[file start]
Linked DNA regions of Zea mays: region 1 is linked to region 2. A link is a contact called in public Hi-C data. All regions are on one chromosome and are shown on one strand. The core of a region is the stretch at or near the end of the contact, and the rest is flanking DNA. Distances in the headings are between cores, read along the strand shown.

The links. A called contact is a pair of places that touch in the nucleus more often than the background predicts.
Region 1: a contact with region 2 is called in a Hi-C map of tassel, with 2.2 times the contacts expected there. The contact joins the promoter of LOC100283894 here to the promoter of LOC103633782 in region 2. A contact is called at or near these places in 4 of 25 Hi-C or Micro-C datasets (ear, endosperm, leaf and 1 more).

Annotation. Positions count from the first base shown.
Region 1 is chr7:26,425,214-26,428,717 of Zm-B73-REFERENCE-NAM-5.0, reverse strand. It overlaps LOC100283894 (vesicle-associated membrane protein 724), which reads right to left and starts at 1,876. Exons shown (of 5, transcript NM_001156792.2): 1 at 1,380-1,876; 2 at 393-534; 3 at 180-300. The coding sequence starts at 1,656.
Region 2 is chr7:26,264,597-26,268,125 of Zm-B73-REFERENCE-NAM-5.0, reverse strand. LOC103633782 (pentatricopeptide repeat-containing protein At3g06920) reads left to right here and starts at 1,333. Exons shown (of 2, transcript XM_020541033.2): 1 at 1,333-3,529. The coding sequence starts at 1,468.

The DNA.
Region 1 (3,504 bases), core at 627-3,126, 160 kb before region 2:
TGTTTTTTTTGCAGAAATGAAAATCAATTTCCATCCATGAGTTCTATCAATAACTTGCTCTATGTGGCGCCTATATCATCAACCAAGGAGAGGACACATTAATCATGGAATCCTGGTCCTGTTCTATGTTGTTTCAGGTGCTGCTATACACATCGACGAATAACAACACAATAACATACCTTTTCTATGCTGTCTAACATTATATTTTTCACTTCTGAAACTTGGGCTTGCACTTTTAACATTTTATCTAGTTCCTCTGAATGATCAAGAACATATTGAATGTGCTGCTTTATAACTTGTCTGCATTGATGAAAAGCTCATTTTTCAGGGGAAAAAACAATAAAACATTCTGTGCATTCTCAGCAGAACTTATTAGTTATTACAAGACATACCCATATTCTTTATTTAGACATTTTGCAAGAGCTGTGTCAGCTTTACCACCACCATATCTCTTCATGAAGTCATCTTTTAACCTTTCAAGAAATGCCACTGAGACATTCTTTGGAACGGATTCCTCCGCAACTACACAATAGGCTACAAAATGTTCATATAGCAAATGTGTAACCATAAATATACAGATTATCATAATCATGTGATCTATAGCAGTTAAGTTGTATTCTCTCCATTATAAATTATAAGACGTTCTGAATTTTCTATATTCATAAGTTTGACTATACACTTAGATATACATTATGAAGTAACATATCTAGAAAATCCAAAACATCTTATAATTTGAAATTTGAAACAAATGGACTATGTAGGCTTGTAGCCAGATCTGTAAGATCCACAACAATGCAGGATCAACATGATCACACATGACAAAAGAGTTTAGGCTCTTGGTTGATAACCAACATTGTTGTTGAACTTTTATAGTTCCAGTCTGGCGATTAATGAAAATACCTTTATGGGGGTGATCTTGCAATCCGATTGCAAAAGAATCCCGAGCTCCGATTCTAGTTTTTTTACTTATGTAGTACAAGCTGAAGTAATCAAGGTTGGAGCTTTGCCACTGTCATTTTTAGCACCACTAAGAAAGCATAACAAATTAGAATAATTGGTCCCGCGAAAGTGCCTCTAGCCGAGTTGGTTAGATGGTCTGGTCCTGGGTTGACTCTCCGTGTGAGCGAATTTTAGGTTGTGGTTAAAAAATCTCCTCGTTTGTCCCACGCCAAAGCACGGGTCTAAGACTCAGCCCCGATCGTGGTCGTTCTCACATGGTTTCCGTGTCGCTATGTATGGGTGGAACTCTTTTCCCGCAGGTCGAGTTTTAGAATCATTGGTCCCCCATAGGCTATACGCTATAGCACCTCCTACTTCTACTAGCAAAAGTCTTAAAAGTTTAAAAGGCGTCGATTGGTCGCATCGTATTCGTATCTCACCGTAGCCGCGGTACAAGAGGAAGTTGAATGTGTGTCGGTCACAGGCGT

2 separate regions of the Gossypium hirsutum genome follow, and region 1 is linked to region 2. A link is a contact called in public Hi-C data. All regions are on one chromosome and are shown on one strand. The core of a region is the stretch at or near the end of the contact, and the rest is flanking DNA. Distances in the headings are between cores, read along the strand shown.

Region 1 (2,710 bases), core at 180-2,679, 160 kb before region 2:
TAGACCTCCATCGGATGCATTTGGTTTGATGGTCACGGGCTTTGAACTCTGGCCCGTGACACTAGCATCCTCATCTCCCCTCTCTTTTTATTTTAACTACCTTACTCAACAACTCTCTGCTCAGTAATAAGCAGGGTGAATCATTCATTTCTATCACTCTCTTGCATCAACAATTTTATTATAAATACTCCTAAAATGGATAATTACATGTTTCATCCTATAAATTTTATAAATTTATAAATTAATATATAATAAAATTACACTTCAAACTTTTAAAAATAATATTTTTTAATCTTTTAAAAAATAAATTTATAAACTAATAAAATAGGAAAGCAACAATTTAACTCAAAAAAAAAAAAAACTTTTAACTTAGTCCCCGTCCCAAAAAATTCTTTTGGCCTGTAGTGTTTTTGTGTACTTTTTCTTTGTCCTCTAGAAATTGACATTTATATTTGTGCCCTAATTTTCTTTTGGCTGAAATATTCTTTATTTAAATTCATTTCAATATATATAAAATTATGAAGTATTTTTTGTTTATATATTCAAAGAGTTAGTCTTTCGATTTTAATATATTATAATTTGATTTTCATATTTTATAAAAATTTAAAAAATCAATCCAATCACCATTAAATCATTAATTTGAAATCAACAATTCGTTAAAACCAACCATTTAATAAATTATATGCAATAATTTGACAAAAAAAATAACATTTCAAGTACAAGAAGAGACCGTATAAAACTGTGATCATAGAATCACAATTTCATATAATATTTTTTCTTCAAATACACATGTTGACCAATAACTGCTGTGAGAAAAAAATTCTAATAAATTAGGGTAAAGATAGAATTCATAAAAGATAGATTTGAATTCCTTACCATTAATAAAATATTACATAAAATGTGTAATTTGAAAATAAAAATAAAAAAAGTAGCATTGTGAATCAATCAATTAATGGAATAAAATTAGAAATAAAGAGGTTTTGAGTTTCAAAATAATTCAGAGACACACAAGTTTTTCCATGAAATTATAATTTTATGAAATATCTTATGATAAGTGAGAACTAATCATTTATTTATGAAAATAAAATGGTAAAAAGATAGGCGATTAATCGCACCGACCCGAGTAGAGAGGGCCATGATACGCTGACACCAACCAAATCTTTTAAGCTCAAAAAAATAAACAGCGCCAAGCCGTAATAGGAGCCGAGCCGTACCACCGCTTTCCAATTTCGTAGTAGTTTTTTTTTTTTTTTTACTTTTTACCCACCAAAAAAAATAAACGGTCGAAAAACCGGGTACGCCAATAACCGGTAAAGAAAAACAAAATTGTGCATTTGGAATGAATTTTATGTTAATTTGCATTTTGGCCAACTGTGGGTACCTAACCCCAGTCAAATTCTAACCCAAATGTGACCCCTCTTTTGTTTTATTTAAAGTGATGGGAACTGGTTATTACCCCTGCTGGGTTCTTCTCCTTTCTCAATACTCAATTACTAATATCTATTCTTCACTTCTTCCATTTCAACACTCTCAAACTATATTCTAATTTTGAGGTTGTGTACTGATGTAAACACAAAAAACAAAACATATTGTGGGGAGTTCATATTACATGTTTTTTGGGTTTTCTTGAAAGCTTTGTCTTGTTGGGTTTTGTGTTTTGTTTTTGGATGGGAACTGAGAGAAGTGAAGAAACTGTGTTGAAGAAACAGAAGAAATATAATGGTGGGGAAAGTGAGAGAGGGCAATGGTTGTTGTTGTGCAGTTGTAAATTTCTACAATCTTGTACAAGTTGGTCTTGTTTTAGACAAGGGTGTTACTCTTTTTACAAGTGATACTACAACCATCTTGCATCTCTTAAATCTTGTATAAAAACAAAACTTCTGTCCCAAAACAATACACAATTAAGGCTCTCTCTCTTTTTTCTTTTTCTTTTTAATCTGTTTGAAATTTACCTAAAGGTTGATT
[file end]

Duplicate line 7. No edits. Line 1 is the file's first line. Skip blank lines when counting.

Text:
The DNA.